no matter where a person lives they should check their native tree species to ensure any leaves used in the compost pile dont contain juglone. it's a natural substance found in some trees and it's toxic to most plant species. most walnut trees, black walnut specifically, butternut, hickory, pecan, and a few others. check that out if your collecting leaves for the bin. but quite frankly a well prepared leaf compost and good rabbit scat and you're 2/3 there to effortless growing. besides kelp and good quality rock dusts you probably dont need anything else except tap water. read your providers annual water safety report to find important information about your water for use with a container plant. it's mandatory imo and good info down the line. water affects soil chemistry in a big way beside just providing solubility and O2.

    personally i recommend you shy away from gathering stuff off the beach to use. at least for a while. the quality of those scavaged "things" are of dubious quality imo. norwegian kelp is your best and safest choice. just be careful with beach combing and back water foraging unless you plan on pretreating really well to get the Na levels down and then run it through the compost pile. there's plenty of much, much better quality alternatives with zero risk. the kelp you want is ascophllum nodustrum. it's very unique and special and absolutely worth working into your budget imo.

    welcome aboard the grow train grow-bro. you've found your way to the best of the net for sharing cannabis growing knowledge and experience. there are a lot of very experienced organic growers, and some purists, that post around here, myself being an exception. i'm a "keep it really, really, simple, less-is-best, relaxed grower" so my style does depart from some of the oft recommended routines. i only grow 4 plants for personal use so i can eliminate a lot of the grow mojo and majik that seemingly hovers around orgainic cannabis cultivation. i'm my best customer and the only one to please :smoke:

    cheerios and bountiful harvests. :smoking:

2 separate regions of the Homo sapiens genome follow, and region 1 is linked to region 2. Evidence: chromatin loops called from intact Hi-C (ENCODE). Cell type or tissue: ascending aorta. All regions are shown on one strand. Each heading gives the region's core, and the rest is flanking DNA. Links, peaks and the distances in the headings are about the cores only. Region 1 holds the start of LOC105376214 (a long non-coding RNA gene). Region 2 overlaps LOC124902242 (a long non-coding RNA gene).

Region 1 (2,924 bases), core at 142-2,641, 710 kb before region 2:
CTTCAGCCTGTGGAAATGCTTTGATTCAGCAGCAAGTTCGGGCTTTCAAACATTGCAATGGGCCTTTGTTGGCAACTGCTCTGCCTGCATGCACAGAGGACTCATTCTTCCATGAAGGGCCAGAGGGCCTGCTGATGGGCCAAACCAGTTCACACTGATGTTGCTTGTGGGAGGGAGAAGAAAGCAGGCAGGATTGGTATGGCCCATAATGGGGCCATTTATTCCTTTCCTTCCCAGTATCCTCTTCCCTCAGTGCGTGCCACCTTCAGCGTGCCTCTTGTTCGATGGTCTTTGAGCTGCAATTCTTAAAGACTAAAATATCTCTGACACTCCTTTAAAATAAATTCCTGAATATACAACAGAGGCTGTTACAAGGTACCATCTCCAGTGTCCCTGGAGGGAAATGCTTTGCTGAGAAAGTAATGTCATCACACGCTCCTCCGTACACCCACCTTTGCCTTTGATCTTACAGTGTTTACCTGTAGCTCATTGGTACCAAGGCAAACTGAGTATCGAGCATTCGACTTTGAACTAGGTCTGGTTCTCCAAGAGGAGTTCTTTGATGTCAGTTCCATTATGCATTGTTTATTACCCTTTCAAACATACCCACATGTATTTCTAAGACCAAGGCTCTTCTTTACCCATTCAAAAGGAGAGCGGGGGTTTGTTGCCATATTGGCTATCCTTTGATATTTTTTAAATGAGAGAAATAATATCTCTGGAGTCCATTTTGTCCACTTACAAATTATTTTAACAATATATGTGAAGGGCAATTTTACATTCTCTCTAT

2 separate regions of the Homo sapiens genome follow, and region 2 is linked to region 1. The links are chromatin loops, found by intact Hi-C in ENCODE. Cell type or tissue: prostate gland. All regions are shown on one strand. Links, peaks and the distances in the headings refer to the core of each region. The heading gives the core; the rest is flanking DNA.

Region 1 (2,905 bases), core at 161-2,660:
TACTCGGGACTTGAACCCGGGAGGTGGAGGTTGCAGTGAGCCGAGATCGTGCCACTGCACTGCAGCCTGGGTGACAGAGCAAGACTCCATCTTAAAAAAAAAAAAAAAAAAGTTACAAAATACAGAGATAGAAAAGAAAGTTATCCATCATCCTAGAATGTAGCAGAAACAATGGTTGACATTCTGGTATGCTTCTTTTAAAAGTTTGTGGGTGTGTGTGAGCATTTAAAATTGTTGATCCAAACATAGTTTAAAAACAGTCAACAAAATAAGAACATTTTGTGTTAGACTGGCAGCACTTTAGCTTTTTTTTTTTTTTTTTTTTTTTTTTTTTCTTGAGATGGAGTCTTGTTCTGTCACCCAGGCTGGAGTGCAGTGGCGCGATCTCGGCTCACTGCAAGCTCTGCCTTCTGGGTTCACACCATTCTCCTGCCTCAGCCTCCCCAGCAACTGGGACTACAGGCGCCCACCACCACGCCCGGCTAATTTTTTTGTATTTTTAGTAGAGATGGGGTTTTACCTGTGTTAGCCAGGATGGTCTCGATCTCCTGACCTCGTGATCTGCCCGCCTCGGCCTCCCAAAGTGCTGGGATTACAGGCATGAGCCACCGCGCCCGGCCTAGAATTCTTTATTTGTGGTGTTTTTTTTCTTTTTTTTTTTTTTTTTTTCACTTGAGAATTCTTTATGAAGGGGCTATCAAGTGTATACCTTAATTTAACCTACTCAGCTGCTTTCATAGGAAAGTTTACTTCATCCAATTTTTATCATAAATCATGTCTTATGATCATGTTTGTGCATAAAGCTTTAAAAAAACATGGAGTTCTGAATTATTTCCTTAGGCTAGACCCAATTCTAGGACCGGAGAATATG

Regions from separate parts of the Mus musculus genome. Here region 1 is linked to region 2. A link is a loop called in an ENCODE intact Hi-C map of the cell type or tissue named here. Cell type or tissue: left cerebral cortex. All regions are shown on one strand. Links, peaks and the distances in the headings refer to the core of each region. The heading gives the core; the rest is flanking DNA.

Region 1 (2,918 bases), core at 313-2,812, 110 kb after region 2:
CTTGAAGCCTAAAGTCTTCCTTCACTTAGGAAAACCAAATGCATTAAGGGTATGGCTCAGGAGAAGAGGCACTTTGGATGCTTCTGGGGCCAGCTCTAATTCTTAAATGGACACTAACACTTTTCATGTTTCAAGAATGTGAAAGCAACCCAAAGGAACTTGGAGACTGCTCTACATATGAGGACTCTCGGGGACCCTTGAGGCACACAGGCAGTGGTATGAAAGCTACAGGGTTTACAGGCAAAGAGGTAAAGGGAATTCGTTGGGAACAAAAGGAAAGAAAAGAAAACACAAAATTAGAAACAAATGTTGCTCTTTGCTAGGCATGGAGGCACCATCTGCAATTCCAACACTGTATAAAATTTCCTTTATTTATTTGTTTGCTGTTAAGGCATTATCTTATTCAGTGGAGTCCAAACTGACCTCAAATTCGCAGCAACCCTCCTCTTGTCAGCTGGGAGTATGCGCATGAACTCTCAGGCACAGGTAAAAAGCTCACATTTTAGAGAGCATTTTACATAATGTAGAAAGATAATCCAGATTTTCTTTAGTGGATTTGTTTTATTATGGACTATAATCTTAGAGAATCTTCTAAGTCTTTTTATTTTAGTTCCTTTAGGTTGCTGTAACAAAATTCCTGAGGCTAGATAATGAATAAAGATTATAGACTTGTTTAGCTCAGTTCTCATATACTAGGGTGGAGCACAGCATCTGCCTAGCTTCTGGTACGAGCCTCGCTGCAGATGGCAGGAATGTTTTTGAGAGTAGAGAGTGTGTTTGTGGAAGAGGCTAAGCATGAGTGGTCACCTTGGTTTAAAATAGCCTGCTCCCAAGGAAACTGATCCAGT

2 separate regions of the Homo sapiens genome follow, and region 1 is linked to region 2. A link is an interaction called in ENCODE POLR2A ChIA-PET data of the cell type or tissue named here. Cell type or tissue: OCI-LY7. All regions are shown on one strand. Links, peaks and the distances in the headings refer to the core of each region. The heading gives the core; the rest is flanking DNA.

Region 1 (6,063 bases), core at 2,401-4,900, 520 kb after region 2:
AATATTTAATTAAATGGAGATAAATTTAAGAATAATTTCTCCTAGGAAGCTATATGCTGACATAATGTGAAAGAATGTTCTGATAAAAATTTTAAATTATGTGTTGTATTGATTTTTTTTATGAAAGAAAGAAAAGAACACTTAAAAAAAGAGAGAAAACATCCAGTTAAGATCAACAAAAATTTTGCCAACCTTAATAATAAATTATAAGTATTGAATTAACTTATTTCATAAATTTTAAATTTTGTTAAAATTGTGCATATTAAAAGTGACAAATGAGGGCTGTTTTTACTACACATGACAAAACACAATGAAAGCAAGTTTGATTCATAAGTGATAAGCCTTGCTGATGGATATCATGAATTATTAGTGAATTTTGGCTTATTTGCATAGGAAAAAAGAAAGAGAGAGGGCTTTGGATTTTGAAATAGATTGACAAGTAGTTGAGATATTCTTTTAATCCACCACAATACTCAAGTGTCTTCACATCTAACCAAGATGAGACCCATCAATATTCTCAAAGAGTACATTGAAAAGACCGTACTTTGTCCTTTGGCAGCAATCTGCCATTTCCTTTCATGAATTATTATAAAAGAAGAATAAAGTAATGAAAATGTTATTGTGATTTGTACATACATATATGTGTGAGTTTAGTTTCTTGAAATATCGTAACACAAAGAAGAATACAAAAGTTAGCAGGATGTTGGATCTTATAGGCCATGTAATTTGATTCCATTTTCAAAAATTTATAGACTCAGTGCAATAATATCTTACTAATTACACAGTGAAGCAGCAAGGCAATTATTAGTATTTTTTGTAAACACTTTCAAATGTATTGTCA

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  7. Thanks possum I appreciate it. It’s good to know like the grocery store the store brand isn’t always ok sometimes you’ve gotta go name brand. One of the things on my need to get soon list was kelp so that’s good to know. I’ve just gotta keep learning but with the help of GC that’s not a problem!
     
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  8. Compost worms will populate and repopulate that pile quickly. You will never be able to catch all the little ones, so there should always be a nice population in the pile no matter how many you take for a worm bin. A worm bin for extra castings and the off seasons will treat you very well.
    cheers
    os
     
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  9. I figured that’s what you meant just wanted to make sure!
     
  10. I've been wanting to do a worm bin but out of concern about wintertime, and other immediate matters at the time I ended up for the moment going with a "standard" compost pile.
    What do you do with a worm bin during winter? no way i can bring something like that inside the house. does the compost they live in in the bins stay warm enough inside to leaves the bins outside during winter?
    right now I using a big 105 gal compost bin and throwing kitchen scrapes, garden pruning / trim matter, shredded newspapers for the pile
     
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  11. #11 killset, Jun 8, 2019
    Last edited: Jun 8, 2019
    My worm bins are a little bit different then most. I don't have the time to maintain a regular worm bin do to my schedule. I killed a couple worm farms do to my neglagence. This isn't a technique only for people with busy schedules though. It's a simple easy to maintain method that doesn't take up much space and can be hidden out of view. Plus, I dont have to worry about keeping the environment safe for the worms as mother nature does that for me.

    I take 5 gallon buckets and drill lots of holes in the side all over. I use lids on the buckets to keep animals out and then bury them in the yard. Leaving just a couple inches above the ground so I came remove the lid and easily get inside. I have 1 next to my compost pile and a couple under bushes. Keep them in the shade. I put organic material in the buckets the worms come in from my yard, feed and leave castings behind. I build up enough supply during warm months to make it through winter. The added bonus is the buckets also feed the nearby bushes and plants with the leachate left behind as it drains out.

    For some reason worms love melon. Pretty much any type of melon. It's like a homing beacon for worms. The buckets always have worms in them as long as I keep putting in material but if one slows up for some reason we eat a juicy watermelon or whatever and put the rinds in the bucket. By the next day there's usually a huge ball of worms all over the rind. What I like about this method is when I'm gone for work and not able to maintain adding material to it the worms don't die. They simply go back into the ground, leaving their castings behind until I'm able to add material. The reason I mentioned Mellon rinds earlier is because when I get back home I'll add a melon rind to a neglected bucket that went dormant in my absence and boom it's up and running again quickly.
     
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  12. This is actually a really good idea man! Never thought about doing it that way, I’ve always drilled a bunch of holes in totes or used a 100gal pot for indoor worm farms. Will prolly do this for my Comfrey patch!